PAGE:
Like baseball and apple pie, the wholesome beatdown of Nazis has been adopted as a symbol of American pride. Captain America has long delivered such blows on the comic pages, shield clanging off the craniums of bad guys like a gong sounding an end to tyranny. As it turns out, blunt force trauma can be pretty darn patriotic.

Captain America: Super Soldier puts players in the red shoes of the titular hero and offers a chance to acrobatically smash an army of evil. And while this third-person adventure has a good share of thrills, there are flaws that keep the experience from living up to the Captain's exacting standards.
Next Level Games managed to construct an interesting atmosphere within the WWII-era castle and secret facilities of the power-hungry Baron Zemo. The movie-based design of Cap's uniform, variety of technologically enhanced enemies and the looming mechanical horror sleeping in the mountainside provide a slightly ridiculous but fun undercurrent of old-time radio dramas and sci-fi serials. Solid voice acting strengthens the mood, including film counterpart Chris Evans as the stalwart and straight-laced Captain himself. Some of the boss's German accents could be argued as being over-the-top, though even that fits the game's style swimmingly.

Combat is by far Super Soldier's strongest feature, offering a surprising number of options for a dude who brought a shield to a gunfight. Long range shield throws are an obvious go-to maneuver, and close-quarters combat can link combos from one enemy to another -- much like that in Batman: Arkham Asylum. Counters and defensive moves require proper timing and more attention be paid to enemy movements, making button-mashing far less effective. Friendly fire is also on, and timing a dodge just right so that sniper fire hits a soldier behind you is supremely satisfying.

Also adding to the strategic side is a meter that builds up with successful fighting and allows different special attacks. These range from Crippling Blows -- cinematic attacks which are unique against each enemy type -- to strong-arming a soldier to forcefully borrow their armament. These moves are fun and can get you out of a jam, but their use is also the only thing that will restore Cap's health on higher difficulties. A wise balancing of the meter can be essential in getting through some heavily populated areas and boss fights.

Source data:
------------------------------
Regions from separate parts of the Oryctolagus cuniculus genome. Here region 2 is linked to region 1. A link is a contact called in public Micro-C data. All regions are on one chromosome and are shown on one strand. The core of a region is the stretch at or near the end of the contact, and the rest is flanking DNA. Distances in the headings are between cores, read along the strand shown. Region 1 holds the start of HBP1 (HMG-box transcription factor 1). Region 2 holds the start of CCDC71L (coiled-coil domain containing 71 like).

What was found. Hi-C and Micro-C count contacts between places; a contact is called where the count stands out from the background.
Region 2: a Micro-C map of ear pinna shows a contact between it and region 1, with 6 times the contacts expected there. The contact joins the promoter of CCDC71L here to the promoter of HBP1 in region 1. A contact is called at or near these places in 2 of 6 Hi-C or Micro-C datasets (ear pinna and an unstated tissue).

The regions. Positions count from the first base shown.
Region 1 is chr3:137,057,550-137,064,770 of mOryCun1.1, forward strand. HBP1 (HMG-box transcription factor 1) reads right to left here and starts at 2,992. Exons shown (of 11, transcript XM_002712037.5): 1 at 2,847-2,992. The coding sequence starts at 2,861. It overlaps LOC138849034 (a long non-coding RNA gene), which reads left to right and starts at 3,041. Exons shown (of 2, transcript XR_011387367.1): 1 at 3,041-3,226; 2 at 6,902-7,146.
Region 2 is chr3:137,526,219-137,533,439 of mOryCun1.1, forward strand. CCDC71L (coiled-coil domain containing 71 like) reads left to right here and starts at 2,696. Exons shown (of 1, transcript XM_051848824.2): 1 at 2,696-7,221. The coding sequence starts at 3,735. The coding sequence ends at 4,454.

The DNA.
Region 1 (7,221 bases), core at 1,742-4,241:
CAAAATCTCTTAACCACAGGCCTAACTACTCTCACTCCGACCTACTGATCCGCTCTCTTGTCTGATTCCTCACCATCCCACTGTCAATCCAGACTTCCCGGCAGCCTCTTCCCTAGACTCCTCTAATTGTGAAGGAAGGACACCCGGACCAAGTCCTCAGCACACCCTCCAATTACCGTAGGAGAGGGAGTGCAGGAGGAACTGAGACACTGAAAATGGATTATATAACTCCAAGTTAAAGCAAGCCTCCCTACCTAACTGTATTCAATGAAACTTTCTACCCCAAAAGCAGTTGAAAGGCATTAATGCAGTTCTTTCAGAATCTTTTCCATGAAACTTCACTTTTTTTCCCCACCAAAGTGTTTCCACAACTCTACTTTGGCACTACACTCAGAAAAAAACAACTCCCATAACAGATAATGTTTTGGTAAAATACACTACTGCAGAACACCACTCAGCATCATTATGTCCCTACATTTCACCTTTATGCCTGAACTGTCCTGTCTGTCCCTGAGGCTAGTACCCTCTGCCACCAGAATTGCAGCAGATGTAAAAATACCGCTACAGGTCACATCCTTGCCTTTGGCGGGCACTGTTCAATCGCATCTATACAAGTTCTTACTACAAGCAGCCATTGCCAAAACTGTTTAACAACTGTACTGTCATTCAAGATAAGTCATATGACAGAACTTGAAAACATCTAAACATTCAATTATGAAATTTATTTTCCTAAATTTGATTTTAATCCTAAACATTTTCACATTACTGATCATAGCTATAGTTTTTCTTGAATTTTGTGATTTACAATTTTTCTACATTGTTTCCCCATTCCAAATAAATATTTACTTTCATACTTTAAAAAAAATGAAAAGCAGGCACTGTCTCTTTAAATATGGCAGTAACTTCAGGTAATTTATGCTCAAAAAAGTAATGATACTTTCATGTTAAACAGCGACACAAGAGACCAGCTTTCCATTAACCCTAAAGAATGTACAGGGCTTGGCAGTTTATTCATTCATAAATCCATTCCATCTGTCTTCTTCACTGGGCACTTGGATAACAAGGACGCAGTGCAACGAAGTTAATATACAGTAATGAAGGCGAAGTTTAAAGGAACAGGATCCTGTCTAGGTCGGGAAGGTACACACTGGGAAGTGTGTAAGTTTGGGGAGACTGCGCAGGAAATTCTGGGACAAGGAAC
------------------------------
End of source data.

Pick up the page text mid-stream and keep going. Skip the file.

As in any bureaucracy, though, not all of the Captain's duties are so exciting. Some sections are composed of poles, ledges and other obstacles to be navigated with timed button presses. It's amusing to watch Cap fly about the first few times, but these sections are too linear and begin to feel like filler later on.

A number of decoding machines also block the way, requiring the regular completion of puzzles that boil down to finding a letter or number that matches in two fields and joining them together. The setup isn't something you see every day, but is still weak and will have you begging for something new by the end. Oh, and every machine ever made can be sabotaged by pulling the same panel and touching the same two wires together. Who knew?

The massive amount of pickups and collectible items scattered throughout the world offer a more rewarding quest. Dossier files, briefcase and other pieces of intel are waiting to be stolen from the castle when the Captain isn't busy blowing pieces of it up. Sure, a lot of it is inexplicably strewn about roads and floors like confetti at a WikiLeaks party, but it all adds to a point total that opens combat upgrades. Additional treasures help fill in the backstory, provide short slideshows on enemies or grant bonuses when fighting certain types.

Wandering around a bit to pick up extra collectibles is worth it, but hunting everything down may feel more of a chore than it's worth. The world is open, to its credit, yet has a guiding linearity and flow that makes all the chapters feel like one big adventure. On the few times you're asked to backtrack, however, odds are pretty good you'll get lost. Having to switch back and forth between the clunky and complex map screen (sorry, there's no HUD) can only serve to compound your confusion.

Captain America: Super Soldier clearly could have used a bit more polish on its shield. Some of its one-note elements cry out for variety and it can't hold a torch to the senses of immersion and depth that make a game like Arkham Asylum stand out so brilliantly. But as far as movie-based games go there are plenty worse -- and just like a popcorn flick, there is enough fight and flash in the Captain that you may end up having fun in spite of yourself.



This review is based on the retail version of Captain America: Super Soldier for Xbox 360 provided by Sega.

This article was originally published on Joystiq.